Jason “Furious” Styles explains the logic behind a real estate billboard in South Central Los Angeles. From the film Boyz n the Hood (1991).
“Vocês vão ver os palácios de Brasília, deles podem gostar ou não, mas nunca dizer terem visto antes coisa parecida.” -Oscar Niemeyer, architect of Brasilia, who died yesterday at the age of 104.
Clip from L’Homme de Rio, 1964.
A film by Aliyar Rasti
I just discovered that you can watch the entirety of La Haine (1995) on You Tube (so no need to spend a fortune on the Criterion Collection edition). So even though I’ve seen it a number of times, I feel compelled to watch it again. It is one of my favorite films of all time and one that embodies so many topics that fascinate me, as it is ultimately a film about exclusion from mainstream society and how this is reinforced in structural ways such as urban planning and police brutality. And of course, there’s no shortage of vulgar French slang and “Verlan,” a style of speaking that more or less inverses words: “femme” becomes “meuf,” “bizarre” becomes “zarbi,” “arabe” becomes “beur.” Verlan is completely unique to the Parisian region and though it started among immigrants and other marginalized populations of the banlieues, it has spread throughout the city and elsewhere, much to the chagrin of the Académie Française’s arbiters of the French language.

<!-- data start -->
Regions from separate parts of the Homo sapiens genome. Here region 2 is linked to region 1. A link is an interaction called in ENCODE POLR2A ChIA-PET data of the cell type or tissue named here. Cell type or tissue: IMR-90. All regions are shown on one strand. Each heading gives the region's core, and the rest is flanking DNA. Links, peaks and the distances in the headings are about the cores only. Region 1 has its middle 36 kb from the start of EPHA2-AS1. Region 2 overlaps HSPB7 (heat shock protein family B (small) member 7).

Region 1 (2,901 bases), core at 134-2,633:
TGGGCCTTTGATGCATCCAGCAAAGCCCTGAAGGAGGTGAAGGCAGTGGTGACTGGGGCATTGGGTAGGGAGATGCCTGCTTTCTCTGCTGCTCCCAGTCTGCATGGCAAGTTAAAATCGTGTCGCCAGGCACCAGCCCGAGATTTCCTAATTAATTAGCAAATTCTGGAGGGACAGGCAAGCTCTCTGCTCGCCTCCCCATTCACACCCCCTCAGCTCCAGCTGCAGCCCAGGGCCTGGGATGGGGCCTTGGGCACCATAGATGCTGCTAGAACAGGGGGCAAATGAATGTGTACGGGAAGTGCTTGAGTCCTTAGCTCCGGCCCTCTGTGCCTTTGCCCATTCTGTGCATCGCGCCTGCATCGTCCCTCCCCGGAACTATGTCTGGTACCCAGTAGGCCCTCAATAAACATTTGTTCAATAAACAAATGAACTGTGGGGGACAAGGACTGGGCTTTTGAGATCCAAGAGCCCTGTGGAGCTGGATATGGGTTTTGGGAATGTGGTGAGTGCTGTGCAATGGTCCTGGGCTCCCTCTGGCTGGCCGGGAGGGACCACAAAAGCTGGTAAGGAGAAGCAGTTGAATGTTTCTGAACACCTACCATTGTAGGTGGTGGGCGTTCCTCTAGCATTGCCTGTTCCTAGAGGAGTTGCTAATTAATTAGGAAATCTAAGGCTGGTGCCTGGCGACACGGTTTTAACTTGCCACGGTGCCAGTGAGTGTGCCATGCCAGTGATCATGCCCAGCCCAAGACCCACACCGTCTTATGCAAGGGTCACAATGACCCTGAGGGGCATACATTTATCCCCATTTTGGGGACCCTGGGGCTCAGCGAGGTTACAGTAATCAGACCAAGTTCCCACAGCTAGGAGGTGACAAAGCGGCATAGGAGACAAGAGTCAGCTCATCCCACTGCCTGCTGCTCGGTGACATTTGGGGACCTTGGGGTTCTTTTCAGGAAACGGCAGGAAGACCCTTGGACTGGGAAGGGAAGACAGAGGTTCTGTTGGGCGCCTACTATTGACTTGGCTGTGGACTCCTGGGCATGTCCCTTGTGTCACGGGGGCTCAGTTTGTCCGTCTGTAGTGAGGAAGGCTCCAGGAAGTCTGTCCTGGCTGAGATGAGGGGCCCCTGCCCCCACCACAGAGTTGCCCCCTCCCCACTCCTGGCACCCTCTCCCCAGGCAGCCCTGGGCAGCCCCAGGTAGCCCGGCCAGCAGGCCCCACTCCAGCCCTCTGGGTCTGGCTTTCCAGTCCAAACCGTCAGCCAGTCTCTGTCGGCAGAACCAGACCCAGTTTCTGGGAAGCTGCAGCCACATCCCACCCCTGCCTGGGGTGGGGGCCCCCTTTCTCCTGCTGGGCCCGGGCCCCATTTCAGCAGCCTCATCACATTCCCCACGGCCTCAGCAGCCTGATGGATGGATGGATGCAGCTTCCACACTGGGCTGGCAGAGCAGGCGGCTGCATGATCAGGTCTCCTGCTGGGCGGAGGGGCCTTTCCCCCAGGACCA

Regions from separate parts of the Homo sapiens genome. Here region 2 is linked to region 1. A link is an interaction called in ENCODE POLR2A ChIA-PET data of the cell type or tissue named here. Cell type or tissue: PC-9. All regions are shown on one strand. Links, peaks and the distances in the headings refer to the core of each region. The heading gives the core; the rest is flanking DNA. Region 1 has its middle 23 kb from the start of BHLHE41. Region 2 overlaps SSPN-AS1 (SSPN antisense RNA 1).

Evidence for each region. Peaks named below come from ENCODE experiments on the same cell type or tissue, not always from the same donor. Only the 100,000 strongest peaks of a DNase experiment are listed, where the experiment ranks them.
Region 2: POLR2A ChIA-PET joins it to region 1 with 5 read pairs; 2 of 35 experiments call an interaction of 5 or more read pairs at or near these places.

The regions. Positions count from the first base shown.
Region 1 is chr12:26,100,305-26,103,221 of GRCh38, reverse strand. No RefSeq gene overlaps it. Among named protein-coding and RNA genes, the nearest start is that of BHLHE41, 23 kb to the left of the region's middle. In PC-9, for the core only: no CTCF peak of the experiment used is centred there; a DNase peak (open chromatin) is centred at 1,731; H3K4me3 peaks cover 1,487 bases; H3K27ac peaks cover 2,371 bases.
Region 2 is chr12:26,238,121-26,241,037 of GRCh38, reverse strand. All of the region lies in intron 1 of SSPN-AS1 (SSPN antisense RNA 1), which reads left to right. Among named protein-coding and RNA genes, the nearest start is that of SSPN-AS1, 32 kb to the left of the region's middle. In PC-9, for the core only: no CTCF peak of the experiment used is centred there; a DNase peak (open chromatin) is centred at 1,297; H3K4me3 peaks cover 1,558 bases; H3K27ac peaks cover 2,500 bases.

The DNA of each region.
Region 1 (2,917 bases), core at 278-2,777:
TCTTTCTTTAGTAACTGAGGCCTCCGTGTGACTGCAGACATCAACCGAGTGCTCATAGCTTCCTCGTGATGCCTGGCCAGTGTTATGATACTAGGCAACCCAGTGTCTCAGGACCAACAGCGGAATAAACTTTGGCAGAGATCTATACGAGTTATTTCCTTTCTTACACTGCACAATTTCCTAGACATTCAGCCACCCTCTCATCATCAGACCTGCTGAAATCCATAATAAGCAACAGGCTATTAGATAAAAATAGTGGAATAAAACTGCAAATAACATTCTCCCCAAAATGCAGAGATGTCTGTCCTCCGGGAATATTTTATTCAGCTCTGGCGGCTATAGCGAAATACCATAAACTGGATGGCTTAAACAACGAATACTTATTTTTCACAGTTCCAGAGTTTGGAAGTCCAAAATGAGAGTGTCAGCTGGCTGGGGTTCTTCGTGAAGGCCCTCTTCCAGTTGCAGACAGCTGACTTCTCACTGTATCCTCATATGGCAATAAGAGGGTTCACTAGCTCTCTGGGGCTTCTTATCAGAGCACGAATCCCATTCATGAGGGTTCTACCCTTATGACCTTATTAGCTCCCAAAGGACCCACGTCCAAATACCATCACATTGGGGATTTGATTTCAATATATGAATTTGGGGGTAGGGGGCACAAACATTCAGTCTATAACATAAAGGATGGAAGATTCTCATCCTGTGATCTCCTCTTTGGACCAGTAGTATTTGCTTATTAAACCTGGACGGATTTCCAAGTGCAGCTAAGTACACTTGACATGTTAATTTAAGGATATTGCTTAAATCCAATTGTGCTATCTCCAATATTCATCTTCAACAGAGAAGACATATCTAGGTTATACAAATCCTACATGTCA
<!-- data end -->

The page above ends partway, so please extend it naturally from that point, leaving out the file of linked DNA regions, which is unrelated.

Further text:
I love this scene, which begins with shots of people hanging out in the housing projects’ playground. The DJ Cut Killer points his speakers out the window and plays a mixture of Edith Piaf’s “Non, Je ne Regrette Rien” with NTM’s “Nique la Police” (Fuck the Police). How’s that for pastiche? (That is our completely gratuitous highbrow academic word of the day.)